Confucianism arose out of a period of civil war known as the Warring States period in the 400s BCE, beginning about 475 BCE. As the Zhou dynasty collapsed, warfare and barbarism spiked. Wanting to counter this, Confucius developed an ethical system that would bring order out of the political chaos.
Confucius believed that the confusion of his time period arose out a need to rightly name and order the relationships that held a family, society, and state together. He developed an ethical system that emphasized how relationships should be organized. One fundamental concept was the Five Bonds, in which the populace respected and deferred to the ruler, wives obeyed husbands, children obeyed parents, younger brothers deferred to older brothers, and youth deferred to elders (sometimes referred to as the older friend/young friend relationship). Strongly associated with these bonds was an ethic of filial piety, in which the superior person in a relationship was duty-bound to responsibly care for subordinates.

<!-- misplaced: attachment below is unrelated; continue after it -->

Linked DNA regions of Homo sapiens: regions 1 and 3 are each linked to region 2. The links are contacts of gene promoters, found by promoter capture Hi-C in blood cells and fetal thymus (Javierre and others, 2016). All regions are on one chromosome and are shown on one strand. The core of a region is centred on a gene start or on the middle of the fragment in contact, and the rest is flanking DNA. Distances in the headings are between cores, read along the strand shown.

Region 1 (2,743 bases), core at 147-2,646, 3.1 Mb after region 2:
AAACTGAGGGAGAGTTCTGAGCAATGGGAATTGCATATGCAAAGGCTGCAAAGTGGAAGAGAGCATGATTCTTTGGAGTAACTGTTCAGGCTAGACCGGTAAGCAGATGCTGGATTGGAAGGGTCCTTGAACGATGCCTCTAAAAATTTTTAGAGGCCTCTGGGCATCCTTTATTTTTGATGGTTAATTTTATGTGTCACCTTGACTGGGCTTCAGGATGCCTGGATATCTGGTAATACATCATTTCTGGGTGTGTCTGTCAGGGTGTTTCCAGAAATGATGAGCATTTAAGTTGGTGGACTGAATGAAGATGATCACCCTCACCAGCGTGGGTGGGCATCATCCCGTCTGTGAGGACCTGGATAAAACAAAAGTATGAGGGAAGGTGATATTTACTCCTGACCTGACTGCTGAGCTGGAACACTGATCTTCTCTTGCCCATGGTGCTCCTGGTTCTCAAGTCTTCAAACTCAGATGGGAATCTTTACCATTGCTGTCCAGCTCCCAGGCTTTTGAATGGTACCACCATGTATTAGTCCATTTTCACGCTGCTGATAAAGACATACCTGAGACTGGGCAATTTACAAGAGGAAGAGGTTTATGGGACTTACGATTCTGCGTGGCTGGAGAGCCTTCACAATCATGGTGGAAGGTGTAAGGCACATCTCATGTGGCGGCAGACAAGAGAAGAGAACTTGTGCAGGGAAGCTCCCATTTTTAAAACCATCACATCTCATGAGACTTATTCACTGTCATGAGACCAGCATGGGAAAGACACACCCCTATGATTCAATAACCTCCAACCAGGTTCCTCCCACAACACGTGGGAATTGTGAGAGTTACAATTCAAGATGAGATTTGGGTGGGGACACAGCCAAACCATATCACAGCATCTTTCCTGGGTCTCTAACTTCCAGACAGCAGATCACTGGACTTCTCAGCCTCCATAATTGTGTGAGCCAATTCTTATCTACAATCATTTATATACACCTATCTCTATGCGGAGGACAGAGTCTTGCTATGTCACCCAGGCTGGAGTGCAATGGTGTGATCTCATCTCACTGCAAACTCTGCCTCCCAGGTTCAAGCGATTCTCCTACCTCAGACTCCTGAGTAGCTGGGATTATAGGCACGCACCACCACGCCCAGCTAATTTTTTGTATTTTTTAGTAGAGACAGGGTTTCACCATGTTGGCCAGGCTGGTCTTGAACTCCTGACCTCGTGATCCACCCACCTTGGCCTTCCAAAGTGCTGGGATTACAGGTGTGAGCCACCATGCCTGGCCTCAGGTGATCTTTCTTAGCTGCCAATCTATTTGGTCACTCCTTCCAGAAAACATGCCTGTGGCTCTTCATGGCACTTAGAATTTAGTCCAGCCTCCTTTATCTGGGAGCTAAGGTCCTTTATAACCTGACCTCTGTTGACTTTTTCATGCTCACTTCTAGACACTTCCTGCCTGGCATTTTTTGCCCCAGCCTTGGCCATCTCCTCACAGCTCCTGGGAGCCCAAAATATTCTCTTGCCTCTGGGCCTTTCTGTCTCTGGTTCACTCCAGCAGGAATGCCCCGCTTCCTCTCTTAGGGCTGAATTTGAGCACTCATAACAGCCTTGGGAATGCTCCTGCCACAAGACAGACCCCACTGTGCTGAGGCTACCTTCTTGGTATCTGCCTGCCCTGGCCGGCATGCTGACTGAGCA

This system was outward or form-oriented: Confucius believed if people knew and followed the outward social norms, inner peace and harmony would follow. This system was accepted by leaders and people tired of warfare and produced a blueprint for social order that lasted some 1,500 years as the accepted organizing system for society.
Confucianism built on the moral basis through which the Zhou dynasty had legitimized its power, so it was an extension of an already existing political ideology. It spread widely and became popular because it opened avenues to power based on merit and virtue in addition to heredity.